Changing History

“Are you saying you want us to change history?” a man in my oral history workshop asked. (I’m paraphrasing, but this was the gist of what I remember he said.)

Meghan (right) shows the class how to check their audio levels with Eloise Schultz (left) as the test interviewee. Photo by Tim Garrity. 

I had shared my interview tips and recording tricks with the class, and then I started talking about turning those long long interviews into something more interesting and accessible. I was encouraging my students to take their recordings a step beyond oral history and craft something interesting with it. To edit. Yes, to change history.

The man in my class compared this idea to changing a historic photo in Photoshop - the way you might remove minor blemishes or dust marks to make the image more visible, and yet you are altering it.

I balked! Photoshop! Airbrushed images of women made to look thinner and "more beautiful" came to my mind. The comparison makes editing sound almost dirty and deceptive. And is an excellent question. I do think we owe our audience something digestible. Too many history teachers have failed on this front by making history boring. I don’t want to make that mistake.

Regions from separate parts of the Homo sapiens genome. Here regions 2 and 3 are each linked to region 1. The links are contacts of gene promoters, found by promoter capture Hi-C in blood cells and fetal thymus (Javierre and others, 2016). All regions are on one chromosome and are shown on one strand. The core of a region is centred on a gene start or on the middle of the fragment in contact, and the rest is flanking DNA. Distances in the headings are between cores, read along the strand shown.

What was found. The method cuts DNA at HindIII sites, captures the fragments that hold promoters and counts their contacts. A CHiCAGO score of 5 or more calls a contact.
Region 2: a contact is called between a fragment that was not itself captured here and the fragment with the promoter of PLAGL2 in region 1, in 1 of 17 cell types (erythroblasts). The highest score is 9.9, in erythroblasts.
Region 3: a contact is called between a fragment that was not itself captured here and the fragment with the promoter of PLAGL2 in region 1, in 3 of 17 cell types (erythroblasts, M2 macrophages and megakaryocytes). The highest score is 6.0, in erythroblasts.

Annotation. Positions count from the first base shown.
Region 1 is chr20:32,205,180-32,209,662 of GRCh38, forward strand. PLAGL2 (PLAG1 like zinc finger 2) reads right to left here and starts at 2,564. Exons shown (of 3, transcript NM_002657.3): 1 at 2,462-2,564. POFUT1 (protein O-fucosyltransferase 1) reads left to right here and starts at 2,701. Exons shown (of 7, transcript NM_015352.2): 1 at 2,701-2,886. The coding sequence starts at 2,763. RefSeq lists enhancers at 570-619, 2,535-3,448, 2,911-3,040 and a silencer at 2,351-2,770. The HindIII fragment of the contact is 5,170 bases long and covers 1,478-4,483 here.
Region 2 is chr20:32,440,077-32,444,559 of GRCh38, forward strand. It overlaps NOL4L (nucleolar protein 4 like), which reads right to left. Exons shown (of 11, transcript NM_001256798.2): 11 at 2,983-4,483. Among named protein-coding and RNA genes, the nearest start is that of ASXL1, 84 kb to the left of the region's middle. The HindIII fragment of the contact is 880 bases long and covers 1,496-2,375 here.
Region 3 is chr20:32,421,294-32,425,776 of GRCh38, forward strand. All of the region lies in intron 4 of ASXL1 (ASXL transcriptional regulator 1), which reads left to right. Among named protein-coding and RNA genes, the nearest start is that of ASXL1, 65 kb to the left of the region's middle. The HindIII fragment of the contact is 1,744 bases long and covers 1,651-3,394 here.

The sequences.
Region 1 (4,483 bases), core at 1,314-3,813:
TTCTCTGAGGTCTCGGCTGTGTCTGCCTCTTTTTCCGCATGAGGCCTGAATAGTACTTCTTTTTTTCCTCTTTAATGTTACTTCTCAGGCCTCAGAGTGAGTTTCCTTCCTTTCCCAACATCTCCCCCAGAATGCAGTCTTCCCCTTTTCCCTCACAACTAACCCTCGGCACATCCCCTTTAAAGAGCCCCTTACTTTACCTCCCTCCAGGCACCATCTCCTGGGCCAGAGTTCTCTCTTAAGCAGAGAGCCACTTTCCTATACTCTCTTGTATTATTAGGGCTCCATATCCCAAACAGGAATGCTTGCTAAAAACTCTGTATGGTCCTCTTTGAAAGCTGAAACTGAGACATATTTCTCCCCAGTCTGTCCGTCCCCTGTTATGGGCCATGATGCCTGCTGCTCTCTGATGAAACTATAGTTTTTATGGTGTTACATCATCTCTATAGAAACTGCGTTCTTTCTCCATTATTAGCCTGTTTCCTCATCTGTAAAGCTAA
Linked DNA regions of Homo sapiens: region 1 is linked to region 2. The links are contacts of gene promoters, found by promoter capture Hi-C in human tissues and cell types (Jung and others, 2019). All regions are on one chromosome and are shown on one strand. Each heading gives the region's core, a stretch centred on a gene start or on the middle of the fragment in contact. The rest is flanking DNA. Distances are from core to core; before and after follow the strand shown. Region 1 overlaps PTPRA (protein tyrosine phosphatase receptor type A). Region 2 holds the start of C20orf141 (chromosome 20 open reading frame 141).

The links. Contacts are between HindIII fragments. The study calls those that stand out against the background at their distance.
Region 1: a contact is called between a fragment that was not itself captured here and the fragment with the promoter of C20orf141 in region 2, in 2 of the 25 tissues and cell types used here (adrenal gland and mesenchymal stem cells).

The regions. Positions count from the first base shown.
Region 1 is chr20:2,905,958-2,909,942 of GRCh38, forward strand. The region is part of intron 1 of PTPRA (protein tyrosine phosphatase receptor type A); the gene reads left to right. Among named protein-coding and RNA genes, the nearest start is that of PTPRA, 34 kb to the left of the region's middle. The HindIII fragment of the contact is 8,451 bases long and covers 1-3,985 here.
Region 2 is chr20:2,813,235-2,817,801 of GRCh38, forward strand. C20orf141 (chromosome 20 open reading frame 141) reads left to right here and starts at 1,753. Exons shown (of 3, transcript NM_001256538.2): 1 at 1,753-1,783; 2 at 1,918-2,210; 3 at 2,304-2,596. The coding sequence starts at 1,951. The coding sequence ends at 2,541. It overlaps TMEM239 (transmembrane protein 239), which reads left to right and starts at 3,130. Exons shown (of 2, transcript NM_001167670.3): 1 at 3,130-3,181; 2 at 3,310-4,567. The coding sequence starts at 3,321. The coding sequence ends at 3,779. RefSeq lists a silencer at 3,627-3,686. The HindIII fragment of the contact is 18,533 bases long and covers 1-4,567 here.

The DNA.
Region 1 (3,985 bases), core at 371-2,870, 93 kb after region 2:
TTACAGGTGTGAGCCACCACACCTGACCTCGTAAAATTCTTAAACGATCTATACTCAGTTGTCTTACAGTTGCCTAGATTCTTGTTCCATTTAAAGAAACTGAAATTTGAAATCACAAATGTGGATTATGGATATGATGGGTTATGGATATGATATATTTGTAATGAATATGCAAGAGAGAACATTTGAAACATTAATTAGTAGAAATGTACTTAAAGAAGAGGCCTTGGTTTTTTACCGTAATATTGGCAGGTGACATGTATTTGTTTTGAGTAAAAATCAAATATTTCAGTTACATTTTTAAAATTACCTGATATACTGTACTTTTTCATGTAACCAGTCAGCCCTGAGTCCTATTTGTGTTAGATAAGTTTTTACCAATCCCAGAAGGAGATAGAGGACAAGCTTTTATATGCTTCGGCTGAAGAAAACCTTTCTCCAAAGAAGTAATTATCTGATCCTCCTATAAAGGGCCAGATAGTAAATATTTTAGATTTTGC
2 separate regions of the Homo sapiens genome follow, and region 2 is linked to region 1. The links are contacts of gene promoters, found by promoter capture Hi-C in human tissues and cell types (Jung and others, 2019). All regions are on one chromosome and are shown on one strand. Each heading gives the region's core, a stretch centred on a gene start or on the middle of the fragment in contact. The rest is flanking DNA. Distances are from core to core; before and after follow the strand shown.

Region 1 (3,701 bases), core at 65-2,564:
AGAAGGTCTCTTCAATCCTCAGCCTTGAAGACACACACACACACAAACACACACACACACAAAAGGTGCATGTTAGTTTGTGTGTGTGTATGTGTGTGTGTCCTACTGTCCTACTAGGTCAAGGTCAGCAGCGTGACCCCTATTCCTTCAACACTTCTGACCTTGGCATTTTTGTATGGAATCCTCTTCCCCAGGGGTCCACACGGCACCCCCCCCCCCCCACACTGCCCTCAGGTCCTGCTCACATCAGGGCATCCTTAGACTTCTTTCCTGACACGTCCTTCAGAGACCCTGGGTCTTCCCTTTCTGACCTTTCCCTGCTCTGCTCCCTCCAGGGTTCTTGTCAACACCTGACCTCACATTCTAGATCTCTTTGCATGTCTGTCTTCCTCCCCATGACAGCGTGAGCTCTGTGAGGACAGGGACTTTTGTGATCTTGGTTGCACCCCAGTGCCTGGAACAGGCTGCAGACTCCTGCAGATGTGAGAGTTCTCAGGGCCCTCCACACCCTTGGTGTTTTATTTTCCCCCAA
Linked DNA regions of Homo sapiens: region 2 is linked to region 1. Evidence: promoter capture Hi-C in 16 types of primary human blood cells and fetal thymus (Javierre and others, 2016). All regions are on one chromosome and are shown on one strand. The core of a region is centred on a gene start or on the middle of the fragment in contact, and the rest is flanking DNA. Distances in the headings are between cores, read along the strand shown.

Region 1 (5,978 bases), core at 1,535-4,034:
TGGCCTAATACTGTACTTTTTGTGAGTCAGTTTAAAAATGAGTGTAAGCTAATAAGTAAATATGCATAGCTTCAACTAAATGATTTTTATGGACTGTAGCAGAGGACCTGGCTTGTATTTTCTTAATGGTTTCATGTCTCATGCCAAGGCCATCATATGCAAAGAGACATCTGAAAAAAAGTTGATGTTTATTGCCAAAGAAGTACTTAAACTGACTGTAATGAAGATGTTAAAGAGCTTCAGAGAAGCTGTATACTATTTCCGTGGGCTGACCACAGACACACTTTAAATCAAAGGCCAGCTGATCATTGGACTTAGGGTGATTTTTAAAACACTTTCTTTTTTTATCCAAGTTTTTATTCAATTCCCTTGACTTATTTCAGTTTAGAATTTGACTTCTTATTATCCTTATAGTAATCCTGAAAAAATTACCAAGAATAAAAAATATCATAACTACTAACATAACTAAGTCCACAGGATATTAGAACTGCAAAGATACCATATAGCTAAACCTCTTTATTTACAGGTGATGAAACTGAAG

Most oral history interviews are one to two hours long. If I’m doing my job well and asking good questions I can record some great stories. However, there is also a lot of other stuff that is, to be honest, kind of boring. There are long pauses while interviewees think and ponder; they stumble over their answers; they try to work out just what year was it that they joined the Navy or quit that job. It is not realistic to ask the public or even a family who loves the storyteller very much to listen to such a long and, sometimes tedious, rambling string of stories.

This is why I encourage oral historians to become editors too, or make friends with editors. I don’t want them to change the facts or misrepresent it. I still want them to make those full and uncut, long and rambling oral history interviews completely accessible to the public so that the rare souls who want the full thing can hear it. And then I want them to create something more from those recordings, something that inquiring and curious listeners can soak up and glean insights into the past.

Is editing an oral history recording changing history? Is it like editing a photo in Photoshop? I’d like to offer another analogy.


What if this is more like writing a history book?

The author of a history book has not handed readers a pile of hand-scribbled letters from the 1800s, stacks of journals and other primary source materials. No, they have pulled out the shining gems, given context, and hopefully brought history to life. The author has made choices and decisions: what goes in, what gets left out. It is the historian’s job to present that story as accurately and truthfully as possible, and, dare I say, make it interesting too.

History is edited, my friend.